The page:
|Wikified by:Laxman Burdak, IFS (Retd.)|
Translated from Pali by Wilhelm Geiger, 6th Century BC to 4th Century AD.
Published by Ceylon Government, Information Dept. Colombo, 1912.
Greatly gifted was he and ever took delight in works of merit; he tenderly loved a candäla woman of exceedingly great beauty. Since he was greatly enamoured of the Agokamaladevi, who already in a former birth had been his consort,' because of her loveliness, be cared nothing for kingly rule. Therefore Dutthagamani's brother, Saddha Tissa, anointed king after his death, ruled, a peerless (prince), for eighteen years. He finished the work on the parasol, and the plaster-work and the elephant-wall' of the Great Thüpa, he who won his name by his faith. The magnificent Lohapäsada caught fire from a lamp; he built the Lohapasada anew, seven stories high. And now was the pasada worth (only) ninety times a hundred thousand. He built the Dakkhinariri-vihara and the (vihara) Kallakalena, the Kalambaka-vihara, and the (vihara) Pettahgavalika, (the viharas) Velangavitthika, Dubbalavapitissaka and Duratissakavapi, and the Mutuviharaka. He also built viharas (from Anuradhapura) to Dighavapi, one for every yojana (of the way).
Moreover, he founded the Dighavapi-vihara together with the cetiya; for this cetiya he had a covering of network made set with gems, and in every mesh thereof was hung a splendid flower of gold, large as a waggon-wheel, that he had commanded them to fashion. (In honour) of the eighty-four thousand sections of the dhamma the ruler commanded also eighty-four thousand offerings. When the king had thus accomplished many works of merit he was reborn, after his death, among the Tusita gods.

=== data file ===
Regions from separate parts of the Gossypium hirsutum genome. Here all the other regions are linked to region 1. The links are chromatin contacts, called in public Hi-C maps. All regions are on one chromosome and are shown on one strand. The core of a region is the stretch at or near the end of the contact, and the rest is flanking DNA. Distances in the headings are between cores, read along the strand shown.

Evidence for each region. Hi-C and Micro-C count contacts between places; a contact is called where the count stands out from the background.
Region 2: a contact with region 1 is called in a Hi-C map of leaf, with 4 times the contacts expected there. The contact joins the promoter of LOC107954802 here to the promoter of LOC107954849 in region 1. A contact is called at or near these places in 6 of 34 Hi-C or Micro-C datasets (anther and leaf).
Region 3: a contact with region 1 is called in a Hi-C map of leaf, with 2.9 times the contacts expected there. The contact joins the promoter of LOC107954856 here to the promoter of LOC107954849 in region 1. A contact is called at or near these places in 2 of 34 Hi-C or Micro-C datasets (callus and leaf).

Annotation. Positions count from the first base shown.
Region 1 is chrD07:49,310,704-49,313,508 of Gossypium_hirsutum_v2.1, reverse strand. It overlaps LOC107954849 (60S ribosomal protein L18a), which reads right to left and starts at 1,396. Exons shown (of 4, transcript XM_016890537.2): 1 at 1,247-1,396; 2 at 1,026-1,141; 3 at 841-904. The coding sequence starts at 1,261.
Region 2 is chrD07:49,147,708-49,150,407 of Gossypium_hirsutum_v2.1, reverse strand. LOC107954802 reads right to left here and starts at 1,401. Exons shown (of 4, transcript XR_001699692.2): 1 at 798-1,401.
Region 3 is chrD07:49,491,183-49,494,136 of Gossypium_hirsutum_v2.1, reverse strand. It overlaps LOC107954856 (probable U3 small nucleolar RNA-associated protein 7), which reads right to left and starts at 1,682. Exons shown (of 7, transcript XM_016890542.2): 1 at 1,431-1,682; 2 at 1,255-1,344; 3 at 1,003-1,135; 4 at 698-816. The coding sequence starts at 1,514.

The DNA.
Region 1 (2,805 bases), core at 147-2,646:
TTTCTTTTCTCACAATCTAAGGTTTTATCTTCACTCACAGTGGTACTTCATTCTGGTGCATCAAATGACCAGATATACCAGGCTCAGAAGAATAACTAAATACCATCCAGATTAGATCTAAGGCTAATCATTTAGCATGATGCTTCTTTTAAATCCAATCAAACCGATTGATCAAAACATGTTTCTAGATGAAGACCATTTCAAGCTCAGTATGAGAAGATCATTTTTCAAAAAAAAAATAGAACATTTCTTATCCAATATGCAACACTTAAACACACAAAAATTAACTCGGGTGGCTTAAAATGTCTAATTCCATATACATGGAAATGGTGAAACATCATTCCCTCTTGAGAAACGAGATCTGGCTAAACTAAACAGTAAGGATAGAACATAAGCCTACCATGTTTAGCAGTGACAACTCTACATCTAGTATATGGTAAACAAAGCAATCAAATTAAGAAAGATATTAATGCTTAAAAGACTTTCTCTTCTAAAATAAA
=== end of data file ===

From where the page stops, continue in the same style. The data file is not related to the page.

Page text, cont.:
While the great king Saddhatissa lived yet in Dighavapi his eldest son Lanjatissa built the beautiful vihara called Girikumbhila; and Thulathana, a younger son of this same (king), built the vihara called Kandara. When his father (Saddha Tissa) went to his brother (Dutthagamani at Anurãdhapura) Thulathana went with him, to bestow land for the use of the brotherhood upon his vihãra.
When Saddha Tissa died all the counsellors assembled, and when they had summoned together the whole brotherhood of bhikkhus in the Thuparama, they, with the consent of the brotherhood consecrated the prince Thulathana as king, that he might take the kingdom under his protection. When Lanja Tissa heard this he came hither,' overpowered him, and took the government upon himself. Only for one month and ten days had Thulathana been king.